Part I: Chapters 12-17

This account of Helen Keller's life is divided into three parts: Part I is Keller's autobiography, which she published in 1903; Part II is a selection of Keller's letters; and Part III consists of supplementary materials by Keller's teacher and lifelong friend, Anne Sullivan.
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definitions & notes only words
  1. portend
    indicate by signs
    Then came a day when the chill air portended a snowstorm.
  2. impenetrable
    not admitting of passage into or through
    High mounds, pyramids heaped in fantastic shapes, and impenetrable drifts lay scattered in every direction.
  3. exhilarating
    thrilling or invigorating
    What joy! What exhilarating madness! For one wild, glad moment we snapped the chain that binds us to earth, and joining hands with the winds we felt ourselves divine!
  4. audible
    heard or perceptible by the ear
    The impulse to utter audible sounds had always been strong within me. I used to make noises, keeping one hand on my throat while the other hand felt the movements of my lips.
  5. imperative
    requiring attention or action
    My friends say that I laughed and cried naturally, and for awhile I made many sounds and word-elements, not because they were a means of communication, but because the need of exercising my vocal organs was imperative.
  6. dissatisfaction
    the feeling of being displeased and discontent
    I had known for a long time that the people about me used a method of communication different from mine; and even before I knew that a deaf child could be taught to speak, I was conscious of dissatisfaction with the means of communication I already possessed.
  7. restraint
    the state of being physically limited
    One who is entirely dependent upon the manual alphabet has always a sense of restraint, of narrowness.
  8. tendency
    an inclination to do something
    My thoughts would often rise and beat up like birds against the wind, and I persisted in using my lips and voice. Friends tried to discourage this tendency, fearing lest it would lead to disappointment.
  9. boon
    something that is desirable, favorable, or beneficial
    It is an unspeakable boon to me to be able to speak in winged words that need no interpretation.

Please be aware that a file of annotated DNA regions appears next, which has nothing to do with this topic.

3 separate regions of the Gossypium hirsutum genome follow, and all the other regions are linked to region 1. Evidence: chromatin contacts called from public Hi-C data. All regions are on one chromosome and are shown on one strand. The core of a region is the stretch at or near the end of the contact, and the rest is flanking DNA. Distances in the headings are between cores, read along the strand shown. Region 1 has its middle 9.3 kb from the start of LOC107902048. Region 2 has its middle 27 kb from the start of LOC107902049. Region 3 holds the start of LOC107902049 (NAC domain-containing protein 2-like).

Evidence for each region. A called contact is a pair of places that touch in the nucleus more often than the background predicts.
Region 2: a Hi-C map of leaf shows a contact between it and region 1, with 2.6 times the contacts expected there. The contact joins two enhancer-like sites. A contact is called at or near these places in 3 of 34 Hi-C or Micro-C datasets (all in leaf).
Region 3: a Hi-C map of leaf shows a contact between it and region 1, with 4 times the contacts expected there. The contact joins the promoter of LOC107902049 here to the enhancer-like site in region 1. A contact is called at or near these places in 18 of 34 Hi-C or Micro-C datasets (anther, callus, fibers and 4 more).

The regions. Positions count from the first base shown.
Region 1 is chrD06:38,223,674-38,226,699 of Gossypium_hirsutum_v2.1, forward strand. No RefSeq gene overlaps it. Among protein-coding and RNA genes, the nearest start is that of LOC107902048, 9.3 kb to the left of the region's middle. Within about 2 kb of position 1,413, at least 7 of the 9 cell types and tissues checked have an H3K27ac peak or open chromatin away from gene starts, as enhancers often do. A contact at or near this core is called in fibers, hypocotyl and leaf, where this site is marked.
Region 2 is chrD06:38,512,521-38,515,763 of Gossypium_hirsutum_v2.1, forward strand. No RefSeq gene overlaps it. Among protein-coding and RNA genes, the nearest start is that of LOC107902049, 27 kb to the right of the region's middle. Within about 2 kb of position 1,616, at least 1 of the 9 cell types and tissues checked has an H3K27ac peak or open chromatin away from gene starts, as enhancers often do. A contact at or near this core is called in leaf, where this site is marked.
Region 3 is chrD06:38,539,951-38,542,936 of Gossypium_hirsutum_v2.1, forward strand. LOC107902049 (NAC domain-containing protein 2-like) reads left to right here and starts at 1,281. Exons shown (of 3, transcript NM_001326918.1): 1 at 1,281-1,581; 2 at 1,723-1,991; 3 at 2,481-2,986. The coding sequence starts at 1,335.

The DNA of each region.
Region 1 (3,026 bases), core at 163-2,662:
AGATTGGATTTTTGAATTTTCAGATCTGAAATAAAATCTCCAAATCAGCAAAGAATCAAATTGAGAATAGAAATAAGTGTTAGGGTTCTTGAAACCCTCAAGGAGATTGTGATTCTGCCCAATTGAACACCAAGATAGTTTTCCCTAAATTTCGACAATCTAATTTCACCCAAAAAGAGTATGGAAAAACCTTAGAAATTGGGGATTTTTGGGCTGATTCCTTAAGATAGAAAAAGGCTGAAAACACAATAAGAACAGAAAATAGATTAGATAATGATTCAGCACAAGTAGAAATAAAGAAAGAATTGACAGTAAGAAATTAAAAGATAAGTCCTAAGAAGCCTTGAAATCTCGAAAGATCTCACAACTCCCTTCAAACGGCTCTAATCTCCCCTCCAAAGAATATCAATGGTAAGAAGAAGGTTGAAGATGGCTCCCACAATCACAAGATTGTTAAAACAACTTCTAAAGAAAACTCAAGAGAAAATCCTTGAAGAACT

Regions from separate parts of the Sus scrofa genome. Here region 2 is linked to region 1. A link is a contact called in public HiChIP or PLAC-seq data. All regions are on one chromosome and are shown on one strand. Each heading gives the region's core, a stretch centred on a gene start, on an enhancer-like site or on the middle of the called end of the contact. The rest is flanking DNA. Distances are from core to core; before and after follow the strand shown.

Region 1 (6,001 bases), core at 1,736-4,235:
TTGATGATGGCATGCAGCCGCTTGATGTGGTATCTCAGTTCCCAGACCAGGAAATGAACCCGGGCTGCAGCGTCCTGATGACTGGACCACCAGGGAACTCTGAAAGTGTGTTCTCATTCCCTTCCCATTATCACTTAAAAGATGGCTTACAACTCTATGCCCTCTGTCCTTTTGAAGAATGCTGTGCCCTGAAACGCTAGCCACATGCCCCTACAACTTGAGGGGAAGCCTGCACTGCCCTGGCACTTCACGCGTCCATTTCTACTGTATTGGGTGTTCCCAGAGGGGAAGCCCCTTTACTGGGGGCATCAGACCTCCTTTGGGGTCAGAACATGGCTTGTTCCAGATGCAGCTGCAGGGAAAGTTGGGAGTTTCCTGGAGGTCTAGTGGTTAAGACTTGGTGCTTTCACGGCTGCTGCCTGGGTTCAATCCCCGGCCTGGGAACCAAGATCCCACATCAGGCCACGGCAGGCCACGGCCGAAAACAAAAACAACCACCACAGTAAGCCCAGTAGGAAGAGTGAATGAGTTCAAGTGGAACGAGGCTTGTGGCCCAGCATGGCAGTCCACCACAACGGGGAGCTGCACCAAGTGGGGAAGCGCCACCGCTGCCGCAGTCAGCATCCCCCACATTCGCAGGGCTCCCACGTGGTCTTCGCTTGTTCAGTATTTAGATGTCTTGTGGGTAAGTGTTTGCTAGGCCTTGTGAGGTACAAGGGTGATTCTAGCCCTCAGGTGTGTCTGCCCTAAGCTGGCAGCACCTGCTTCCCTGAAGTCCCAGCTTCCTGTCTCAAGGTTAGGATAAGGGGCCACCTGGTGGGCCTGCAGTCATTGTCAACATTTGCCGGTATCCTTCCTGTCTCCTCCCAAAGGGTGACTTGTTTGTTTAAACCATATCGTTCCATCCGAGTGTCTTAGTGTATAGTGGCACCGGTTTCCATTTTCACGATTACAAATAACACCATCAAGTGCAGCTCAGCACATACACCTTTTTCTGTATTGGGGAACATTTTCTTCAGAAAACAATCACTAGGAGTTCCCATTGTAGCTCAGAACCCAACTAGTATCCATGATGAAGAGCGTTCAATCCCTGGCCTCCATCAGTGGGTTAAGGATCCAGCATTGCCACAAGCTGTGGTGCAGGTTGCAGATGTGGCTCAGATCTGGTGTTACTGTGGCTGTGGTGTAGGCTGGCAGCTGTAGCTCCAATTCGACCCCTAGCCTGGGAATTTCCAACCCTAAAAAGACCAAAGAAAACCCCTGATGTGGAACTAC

10. perseverance
    persistent determination
    But for Miss Sullivan's genius, untiring perseverance and devotion, I could not have progressed as far as I have toward natural speech.
  11. articulate
    speak, pronounce, or utter in a certain way
    In the first place, I laboured night and day before I could be understood even by my most intimate friends; in the second place, I needed Miss Sullivan's assistance constantly in my efforts to articulate each sound clearly and to combine all sounds in a thousand ways.
  12. contend
    come to terms with
    All teachers of the deaf know what this means, and only they can at all appreciate the peculiar difficulties with which I had to contend.
  13. weariness
    temporary loss of strength and energy from hard work
    Discouragement and weariness cast me down frequently; but the next moment the thought that I should soon be at home and show my loved ones what I had accomplished, spurred me on, and I eagerly looked forward to their pleasure in my achievement.
  14. ecstatic
    feeling great rapture or delight
    I used to repeat ecstatically, "I am not dumb now."
  15. despondent
    without or almost without hope
    I could not be despondent while I anticipated the delight of talking to my mother and reading her responses from her lips.
  16. impede
    be a hindrance or obstacle to
    I place my hand on the hand of the speaker so lightly as not to impede its movements.
  17. plagiarism
    a piece of writing that has been copied from someone else
    The two stories were so much alike in thought and language that it was evident Miss Canby's story had been read to me, and that mine was—a plagiarism.
  18. oppressive
    weighing heavily on the senses or spirit
    How well I remember the graceful draperies that enfolded me, the bright autumn leaves that wreathed my head, and the fruit and grain at my feet and in my hands, and beneath all the piety of the masque the oppressive sense of coming ill that made my heart heavy.
  19. deliberately
    with intention; in an intentional manner
    He believed, or at least suspected, that Miss Sullivan and I had deliberately stolen the bright thoughts of another and imposed them on him to win his admiration.
  20. caress
    a gentle affectionate stroking
    Even the consciousness that it was only a dreadful mistake did not lessen my suffering, and when at last I was allowed to leave the room, I was dazed and did not notice my teacher's caresses, or the tender words of my friends, who said I was a brave little girl and they were proud of me.
  21. exclusion
    the state of being shut out
    When Miss Sullivan came back, I did not speak to her about "The Frost Fairies," probably because she began at once to read "Little Lord Fauntleroy," which filled my mind to the exclusion of everything else.
  22. prophecy
    a prediction uttered under divine inspiration
    Miss Canby herself wrote kindly, "Some day you will write a great story out of your own head, that will be a comfort and help to many." But this kind prophecy has never been fulfilled.
  23. persistent